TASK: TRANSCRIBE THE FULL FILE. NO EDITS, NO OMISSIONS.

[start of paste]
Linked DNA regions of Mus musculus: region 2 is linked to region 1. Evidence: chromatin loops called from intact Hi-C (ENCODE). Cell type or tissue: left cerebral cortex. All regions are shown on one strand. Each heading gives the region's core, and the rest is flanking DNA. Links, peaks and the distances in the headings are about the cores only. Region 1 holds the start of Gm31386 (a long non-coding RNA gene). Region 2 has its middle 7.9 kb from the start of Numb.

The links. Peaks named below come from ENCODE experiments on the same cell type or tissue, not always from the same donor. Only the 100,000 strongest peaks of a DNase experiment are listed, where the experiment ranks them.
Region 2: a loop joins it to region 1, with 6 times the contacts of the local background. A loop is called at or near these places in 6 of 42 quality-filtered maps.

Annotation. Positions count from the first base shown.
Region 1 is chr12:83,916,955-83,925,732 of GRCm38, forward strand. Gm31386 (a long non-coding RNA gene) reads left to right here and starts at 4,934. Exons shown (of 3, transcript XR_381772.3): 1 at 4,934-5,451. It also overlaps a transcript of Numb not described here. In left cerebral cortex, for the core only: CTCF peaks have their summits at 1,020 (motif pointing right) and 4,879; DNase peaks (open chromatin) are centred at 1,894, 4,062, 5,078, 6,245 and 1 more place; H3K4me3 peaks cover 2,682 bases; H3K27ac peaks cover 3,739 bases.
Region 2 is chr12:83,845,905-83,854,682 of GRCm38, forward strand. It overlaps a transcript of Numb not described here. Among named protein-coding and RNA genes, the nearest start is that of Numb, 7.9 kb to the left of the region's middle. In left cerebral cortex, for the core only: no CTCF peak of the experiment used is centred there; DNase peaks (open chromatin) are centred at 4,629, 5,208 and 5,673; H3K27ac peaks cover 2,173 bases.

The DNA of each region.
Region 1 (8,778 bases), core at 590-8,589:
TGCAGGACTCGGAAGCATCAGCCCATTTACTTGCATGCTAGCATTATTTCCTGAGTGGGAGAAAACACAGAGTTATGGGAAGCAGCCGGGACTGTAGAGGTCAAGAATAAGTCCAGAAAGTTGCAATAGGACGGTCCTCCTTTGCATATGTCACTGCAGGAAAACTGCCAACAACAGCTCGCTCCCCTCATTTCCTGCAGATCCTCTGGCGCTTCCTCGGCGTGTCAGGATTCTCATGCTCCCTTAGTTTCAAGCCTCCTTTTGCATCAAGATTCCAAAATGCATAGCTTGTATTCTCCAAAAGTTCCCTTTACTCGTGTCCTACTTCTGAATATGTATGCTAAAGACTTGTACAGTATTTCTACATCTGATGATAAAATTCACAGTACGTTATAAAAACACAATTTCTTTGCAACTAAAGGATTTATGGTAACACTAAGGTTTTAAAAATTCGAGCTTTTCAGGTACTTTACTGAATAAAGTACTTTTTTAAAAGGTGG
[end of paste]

Linked DNA regions of Mus musculus: region 2 is linked to region 1. Evidence: chromatin loops called from intact Hi-C (ENCODE). Cell type or tissue: left cerebral cortex. All regions are shown on one strand. Each heading gives the region's core, and the rest is flanking DNA. Links, peaks and the distances in the headings are about the cores only. Region 1 holds the start of Gm31386 (a long non-coding RNA gene). Region 2 has its middle 7.9 kb from the start of Numb.

The links. Peaks named below come from ENCODE experiments on the same cell type or tissue, not always from the same donor. Only the 100,000 strongest peaks of a DNase experiment are listed, where the experiment ranks them.
Region 2: a loop joins it to region 1, with 6 times the contacts of the local background. A loop is called at or near these places in 6 of 42 quality-filtered maps.

Annotation. Positions count from the first base shown.
Region 1 is chr12:83,916,955-83,925,732 of GRCm38, forward strand. Gm31386 (a long non-coding RNA gene) reads left to right here and starts at 4,934. Exons shown (of 3, transcript XR_381772.3): 1 at 4,934-5,451. It also overlaps a transcript of Numb not described here. In left cerebral cortex, for the core only: CTCF peaks have their summits at 1,020 (motif pointing right) and 4,879; DNase peaks (open chromatin) are centred at 1,894, 4,062, 5,078, 6,245 and 1 more place; H3K4me3 peaks cover 2,682 bases; H3K27ac peaks cover 3,739 bases.
Region 2 is chr12:83,845,905-83,854,682 of GRCm38, forward strand. It overlaps a transcript of Numb not described here. Among named protein-coding and RNA genes, the nearest start is that of Numb, 7.9 kb to the left of the region's middle. In left cerebral cortex, for the core only: no CTCF peak of the experiment used is centred there; DNase peaks (open chromatin) are centred at 4,629, 5,208 and 5,673; H3K27ac peaks cover 2,173 bases.

The DNA of each region.
Region 1 (8,778 bases), core at 590-8,589:
TGCAGGACTCGGAAGCATCAGCCCATTTACTTGCATGCTAGCATTATTTCCTGAGTGGGAGAAAACACAGAGTTATGGGAAGCAGCCGGGACTGTAGAGGTCAAGAATAAGTCCAGAAAGTTGCAATAGGACGGTCCTCCTTTGCATATGTCACTGCAGGAAAACTGCCAACAACAGCTCGCTCCCCTCATTTCCTGCAGATCCTCTGGCGCTTCCTCGGCGTGTCAGGATTCTCATGCTCCCTTAGTTTCAAGCCTCCTTTTGCATCAAGATTCCAAAATGCATAGCTTGTATTCTCCAAAAGTTCCCTTTACTCGTGTCCTACTTCTGAATATGTATGCTAAAGACTTGTACAGTATTTCTACATCTGATGATAAAATTCACAGTACGTTATAAAAACACAATTTCTTTGCAACTAAAGGATTTATGGTAACACTAAGGTTTTAAAAATTCGAGCTTTTCAGGTACTTTACTGAATAAAGTACTTTTTTAAAAGGTGG